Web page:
Past experience suggests that the difficulties Democrats have had in getting their supporters back for a December runoff might become magnified if a return to the polls became necessary in January or in both months. Runoffs will provide a new test for the effectiveness of the Democratic ground game that the Obama campaign has developed.
A Senate runoff has the potential to provide an impetus that may prompt marginal voters to make a winter pilgrimage to the voting booth. Suppose that leading up to a Senate runoff in Georgia, Republicans had 50 Senate seats and Democrats and their allied independent senators numbered 49. A Perdue victory would give the GOP control of the Senate; election of Nunn combined with Vice President Joe Biden’s tie-breaking vote would allow Democrats to organize the upper chamber and claim all of the committee and subcommittee chairs. Under this scenario, in December Georgia would become the center of the American electoral universe. Unprecedented sums and the presence of a who’s who of leaders from both parties would mark a January runoff. Could these resources break the pattern of greater Republican than Democratic runoff participation?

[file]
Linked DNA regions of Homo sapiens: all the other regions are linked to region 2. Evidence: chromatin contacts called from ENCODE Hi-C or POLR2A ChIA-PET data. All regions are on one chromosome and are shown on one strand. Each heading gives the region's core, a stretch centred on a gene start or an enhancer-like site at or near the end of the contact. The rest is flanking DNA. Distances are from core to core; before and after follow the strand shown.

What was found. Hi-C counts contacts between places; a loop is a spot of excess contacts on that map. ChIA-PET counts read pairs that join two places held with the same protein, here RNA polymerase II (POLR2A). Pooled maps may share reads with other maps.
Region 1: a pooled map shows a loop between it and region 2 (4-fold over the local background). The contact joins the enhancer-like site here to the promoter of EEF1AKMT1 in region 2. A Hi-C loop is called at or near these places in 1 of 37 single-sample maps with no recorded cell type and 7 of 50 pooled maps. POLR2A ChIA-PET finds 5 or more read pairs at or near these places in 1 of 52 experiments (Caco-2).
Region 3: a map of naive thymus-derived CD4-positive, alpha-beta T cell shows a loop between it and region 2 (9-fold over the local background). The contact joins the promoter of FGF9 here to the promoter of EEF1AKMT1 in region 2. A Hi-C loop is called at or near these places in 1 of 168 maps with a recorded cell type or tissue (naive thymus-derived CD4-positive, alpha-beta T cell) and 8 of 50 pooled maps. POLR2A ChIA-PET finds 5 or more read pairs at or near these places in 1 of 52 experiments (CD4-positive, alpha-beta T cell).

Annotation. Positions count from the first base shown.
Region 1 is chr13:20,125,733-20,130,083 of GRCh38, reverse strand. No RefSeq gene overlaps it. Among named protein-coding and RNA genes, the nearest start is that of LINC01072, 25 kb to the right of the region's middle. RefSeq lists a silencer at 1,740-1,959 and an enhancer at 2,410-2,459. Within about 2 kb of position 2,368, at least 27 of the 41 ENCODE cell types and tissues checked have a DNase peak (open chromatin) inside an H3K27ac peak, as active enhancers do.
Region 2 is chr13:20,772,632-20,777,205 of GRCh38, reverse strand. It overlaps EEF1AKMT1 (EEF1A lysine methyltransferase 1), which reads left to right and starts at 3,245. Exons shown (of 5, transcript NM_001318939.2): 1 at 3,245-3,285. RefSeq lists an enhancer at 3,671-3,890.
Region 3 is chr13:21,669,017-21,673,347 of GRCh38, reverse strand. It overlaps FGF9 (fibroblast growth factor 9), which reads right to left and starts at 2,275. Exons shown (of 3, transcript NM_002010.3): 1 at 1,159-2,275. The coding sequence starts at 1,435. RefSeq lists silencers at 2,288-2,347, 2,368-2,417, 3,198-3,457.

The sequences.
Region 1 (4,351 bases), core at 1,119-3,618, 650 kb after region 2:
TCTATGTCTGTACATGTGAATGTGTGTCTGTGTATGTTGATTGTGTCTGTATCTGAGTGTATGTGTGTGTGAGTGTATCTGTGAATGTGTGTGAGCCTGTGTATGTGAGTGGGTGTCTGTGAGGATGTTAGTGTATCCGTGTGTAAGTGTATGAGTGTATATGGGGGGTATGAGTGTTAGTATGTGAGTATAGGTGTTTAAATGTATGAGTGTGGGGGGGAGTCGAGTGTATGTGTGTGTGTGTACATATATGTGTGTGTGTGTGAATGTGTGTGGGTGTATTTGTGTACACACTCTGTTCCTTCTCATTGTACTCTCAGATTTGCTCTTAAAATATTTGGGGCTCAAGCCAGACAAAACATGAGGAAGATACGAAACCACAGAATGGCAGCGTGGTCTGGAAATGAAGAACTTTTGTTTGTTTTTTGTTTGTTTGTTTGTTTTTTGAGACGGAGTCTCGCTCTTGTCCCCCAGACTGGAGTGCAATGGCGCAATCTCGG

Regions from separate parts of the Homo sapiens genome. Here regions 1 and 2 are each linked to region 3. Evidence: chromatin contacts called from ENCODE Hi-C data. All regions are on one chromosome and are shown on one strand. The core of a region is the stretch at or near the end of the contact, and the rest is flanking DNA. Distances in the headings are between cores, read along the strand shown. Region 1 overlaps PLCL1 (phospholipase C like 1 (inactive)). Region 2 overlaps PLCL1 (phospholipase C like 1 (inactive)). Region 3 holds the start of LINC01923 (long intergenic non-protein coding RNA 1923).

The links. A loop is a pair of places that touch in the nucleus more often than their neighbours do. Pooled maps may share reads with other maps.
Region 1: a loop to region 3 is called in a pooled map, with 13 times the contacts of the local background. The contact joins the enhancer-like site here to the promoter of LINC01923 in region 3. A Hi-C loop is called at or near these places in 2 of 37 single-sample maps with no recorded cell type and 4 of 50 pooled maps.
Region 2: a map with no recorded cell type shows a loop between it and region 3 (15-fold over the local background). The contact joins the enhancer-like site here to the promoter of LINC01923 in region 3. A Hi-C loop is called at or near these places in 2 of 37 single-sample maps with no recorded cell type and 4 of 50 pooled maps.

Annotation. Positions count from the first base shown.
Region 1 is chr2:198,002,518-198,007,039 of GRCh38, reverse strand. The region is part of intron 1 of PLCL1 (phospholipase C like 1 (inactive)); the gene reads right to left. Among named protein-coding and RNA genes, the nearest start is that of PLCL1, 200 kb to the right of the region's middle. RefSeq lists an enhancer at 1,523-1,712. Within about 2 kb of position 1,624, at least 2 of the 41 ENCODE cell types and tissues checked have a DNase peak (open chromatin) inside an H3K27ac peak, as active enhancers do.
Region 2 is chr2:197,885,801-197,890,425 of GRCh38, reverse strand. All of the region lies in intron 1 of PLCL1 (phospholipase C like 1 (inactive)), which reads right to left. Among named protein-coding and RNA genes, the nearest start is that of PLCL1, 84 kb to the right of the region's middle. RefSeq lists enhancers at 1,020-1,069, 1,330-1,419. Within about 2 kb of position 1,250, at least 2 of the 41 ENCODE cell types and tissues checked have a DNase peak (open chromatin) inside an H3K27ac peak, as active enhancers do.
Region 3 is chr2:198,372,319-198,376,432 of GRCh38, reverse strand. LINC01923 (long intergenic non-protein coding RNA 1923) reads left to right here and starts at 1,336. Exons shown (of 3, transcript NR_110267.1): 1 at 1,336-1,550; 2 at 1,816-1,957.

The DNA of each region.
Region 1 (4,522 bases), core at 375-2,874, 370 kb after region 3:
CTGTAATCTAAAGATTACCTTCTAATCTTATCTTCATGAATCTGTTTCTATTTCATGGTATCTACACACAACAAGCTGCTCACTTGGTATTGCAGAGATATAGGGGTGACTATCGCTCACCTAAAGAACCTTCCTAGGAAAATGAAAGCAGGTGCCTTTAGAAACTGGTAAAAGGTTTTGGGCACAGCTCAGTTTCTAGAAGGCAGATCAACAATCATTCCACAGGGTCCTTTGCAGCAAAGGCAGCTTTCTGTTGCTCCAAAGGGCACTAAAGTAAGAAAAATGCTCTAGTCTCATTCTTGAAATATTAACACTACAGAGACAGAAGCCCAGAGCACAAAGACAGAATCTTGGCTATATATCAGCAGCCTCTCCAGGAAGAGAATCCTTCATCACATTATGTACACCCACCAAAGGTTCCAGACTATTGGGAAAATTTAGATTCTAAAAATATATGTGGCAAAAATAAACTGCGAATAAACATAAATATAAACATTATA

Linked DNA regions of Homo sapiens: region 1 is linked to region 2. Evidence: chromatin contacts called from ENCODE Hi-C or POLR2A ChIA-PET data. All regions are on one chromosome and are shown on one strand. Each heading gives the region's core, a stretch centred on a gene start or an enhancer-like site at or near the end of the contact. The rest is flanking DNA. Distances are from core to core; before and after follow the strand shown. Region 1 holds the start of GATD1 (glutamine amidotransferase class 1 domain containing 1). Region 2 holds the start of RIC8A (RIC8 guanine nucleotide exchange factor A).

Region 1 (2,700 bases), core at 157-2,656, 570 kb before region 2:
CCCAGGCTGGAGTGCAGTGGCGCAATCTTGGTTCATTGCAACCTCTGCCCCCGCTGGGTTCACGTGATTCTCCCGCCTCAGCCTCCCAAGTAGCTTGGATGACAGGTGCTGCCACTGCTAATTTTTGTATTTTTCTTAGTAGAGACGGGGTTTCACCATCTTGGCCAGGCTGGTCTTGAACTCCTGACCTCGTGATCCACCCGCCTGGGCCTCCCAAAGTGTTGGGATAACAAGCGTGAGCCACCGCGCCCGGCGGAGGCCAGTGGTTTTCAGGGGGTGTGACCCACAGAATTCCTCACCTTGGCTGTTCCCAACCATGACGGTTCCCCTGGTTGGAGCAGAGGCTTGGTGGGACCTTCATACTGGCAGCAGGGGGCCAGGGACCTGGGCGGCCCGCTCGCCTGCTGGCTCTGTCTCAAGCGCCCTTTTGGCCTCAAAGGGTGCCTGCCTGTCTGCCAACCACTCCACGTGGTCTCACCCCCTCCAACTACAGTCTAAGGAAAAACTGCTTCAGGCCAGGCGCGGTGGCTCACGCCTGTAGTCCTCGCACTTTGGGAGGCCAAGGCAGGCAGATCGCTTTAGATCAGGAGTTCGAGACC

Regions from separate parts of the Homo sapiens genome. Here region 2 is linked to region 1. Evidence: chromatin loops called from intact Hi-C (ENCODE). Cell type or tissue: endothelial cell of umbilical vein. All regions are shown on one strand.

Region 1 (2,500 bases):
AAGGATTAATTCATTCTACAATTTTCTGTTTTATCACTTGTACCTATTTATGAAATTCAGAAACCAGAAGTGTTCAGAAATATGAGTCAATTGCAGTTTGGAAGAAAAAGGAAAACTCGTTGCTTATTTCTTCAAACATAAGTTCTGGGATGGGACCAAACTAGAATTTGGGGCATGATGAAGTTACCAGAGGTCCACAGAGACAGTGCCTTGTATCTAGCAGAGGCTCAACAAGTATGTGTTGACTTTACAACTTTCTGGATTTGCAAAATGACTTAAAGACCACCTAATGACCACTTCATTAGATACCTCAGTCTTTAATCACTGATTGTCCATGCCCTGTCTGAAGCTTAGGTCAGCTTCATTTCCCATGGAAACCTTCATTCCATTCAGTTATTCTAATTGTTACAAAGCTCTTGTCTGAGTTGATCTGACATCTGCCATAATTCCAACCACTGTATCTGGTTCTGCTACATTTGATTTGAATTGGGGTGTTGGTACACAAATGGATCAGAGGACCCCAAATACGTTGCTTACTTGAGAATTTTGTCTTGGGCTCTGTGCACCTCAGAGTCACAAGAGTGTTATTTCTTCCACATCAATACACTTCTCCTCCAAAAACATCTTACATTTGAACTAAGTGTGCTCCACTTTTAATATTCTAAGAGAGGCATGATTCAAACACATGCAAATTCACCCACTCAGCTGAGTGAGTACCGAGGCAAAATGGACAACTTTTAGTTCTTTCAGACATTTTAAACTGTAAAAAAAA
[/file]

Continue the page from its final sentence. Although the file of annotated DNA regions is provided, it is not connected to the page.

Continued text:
In the 2008 Senate runoff, the stakes were not as great as in the scenario sketched out above. Saxby Chambliss mobilized supporters by warning that his reelection was the only thing that would deny President Obama a veto-proof Senate. These stakes did not prevent a drop in participation or more than 40 percent although they motivated far more Republicans than Democrats.
A January runoff might lead voters watching attack ads during the holidays to conclude that a new Grinch had stolen Christmas.
Charles S. Bullock, III
Richard B. Russell Professor of Political Science
Josiah Meigs Distinguished Teaching Professor
Co-author of Runoff Elections in United States